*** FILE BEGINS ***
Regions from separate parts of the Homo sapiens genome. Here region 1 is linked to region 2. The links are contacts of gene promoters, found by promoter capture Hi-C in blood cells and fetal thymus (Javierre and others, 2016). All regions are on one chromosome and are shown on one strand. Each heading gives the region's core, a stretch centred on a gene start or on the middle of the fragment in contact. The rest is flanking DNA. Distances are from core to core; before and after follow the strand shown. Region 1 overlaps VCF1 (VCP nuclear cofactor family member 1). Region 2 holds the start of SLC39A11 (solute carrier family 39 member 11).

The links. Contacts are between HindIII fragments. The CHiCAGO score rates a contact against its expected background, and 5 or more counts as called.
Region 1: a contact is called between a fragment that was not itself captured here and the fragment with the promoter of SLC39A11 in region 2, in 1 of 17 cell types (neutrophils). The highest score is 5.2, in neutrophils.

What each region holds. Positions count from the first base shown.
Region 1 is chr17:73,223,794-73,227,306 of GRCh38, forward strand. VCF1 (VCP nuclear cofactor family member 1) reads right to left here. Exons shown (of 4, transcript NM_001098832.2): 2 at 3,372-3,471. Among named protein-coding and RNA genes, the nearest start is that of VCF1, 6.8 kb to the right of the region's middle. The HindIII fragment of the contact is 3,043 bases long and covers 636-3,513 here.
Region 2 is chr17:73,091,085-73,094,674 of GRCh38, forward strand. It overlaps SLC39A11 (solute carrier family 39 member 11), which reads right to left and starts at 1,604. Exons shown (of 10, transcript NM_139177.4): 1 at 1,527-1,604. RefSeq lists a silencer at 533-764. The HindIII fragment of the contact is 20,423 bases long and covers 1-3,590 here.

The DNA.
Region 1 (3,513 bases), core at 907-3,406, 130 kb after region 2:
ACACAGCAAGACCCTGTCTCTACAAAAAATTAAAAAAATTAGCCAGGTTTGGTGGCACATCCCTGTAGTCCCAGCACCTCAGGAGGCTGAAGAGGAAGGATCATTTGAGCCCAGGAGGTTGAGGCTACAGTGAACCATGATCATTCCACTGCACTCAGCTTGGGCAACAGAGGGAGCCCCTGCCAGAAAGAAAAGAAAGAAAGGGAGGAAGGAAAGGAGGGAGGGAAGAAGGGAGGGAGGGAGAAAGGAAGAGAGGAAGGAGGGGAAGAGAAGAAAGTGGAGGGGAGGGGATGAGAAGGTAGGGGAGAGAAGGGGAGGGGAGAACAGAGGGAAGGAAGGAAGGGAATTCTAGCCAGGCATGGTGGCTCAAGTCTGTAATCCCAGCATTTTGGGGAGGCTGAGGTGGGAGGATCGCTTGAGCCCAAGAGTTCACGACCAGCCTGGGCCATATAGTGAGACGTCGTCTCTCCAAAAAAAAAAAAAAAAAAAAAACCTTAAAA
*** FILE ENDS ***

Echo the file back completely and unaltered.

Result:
Regions from separate parts of the Homo sapiens genome. Here region 1 is linked to region 2. The links are contacts of gene promoters, found by promoter capture Hi-C in blood cells and fetal thymus (Javierre and others, 2016). All regions are on one chromosome and are shown on one strand. Each heading gives the region's core, a stretch centred on a gene start or on the middle of the fragment in contact. The rest is flanking DNA. Distances are from core to core; before and after follow the strand shown. Region 1 overlaps VCF1 (VCP nuclear cofactor family member 1). Region 2 holds the start of SLC39A11 (solute carrier family 39 member 11).

The links. Contacts are between HindIII fragments. The CHiCAGO score rates a contact against its expected background, and 5 or more counts as called.
Region 1: a contact is called between a fragment that was not itself captured here and the fragment with the promoter of SLC39A11 in region 2, in 1 of 17 cell types (neutrophils). The highest score is 5.2, in neutrophils.

What each region holds. Positions count from the first base shown.
Region 1 is chr17:73,223,794-73,227,306 of GRCh38, forward strand. VCF1 (VCP nuclear cofactor family member 1) reads right to left here. Exons shown (of 4, transcript NM_001098832.2): 2 at 3,372-3,471. Among named protein-coding and RNA genes, the nearest start is that of VCF1, 6.8 kb to the right of the region's middle. The HindIII fragment of the contact is 3,043 bases long and covers 636-3,513 here.
Region 2 is chr17:73,091,085-73,094,674 of GRCh38, forward strand. It overlaps SLC39A11 (solute carrier family 39 member 11), which reads right to left and starts at 1,604. Exons shown (of 10, transcript NM_139177.4): 1 at 1,527-1,604. RefSeq lists a silencer at 533-764. The HindIII fragment of the contact is 20,423 bases long and covers 1-3,590 here.

The DNA.
Region 1 (3,513 bases), core at 907-3,406, 130 kb after region 2:
ACACAGCAAGACCCTGTCTCTACAAAAAATTAAAAAAATTAGCCAGGTTTGGTGGCACATCCCTGTAGTCCCAGCACCTCAGGAGGCTGAAGAGGAAGGATCATTTGAGCCCAGGAGGTTGAGGCTACAGTGAACCATGATCATTCCACTGCACTCAGCTTGGGCAACAGAGGGAGCCCCTGCCAGAAAGAAAAGAAAGAAAGGGAGGAAGGAAAGGAGGGAGGGAAGAAGGGAGGGAGGGAGAAAGGAAGAGAGGAAGGAGGGGAAGAGAAGAAAGTGGAGGGGAGGGGATGAGAAGGTAGGGGAGAGAAGGGGAGGGGAGAACAGAGGGAAGGAAGGAAGGGAATTCTAGCCAGGCATGGTGGCTCAAGTCTGTAATCCCAGCATTTTGGGGAGGCTGAGGTGGGAGGATCGCTTGAGCCCAAGAGTTCACGACCAGCCTGGGCCATATAGTGAGACGTCGTCTCTCCAAAAAAAAAAAAAAAAAAAAAACCTTAAAA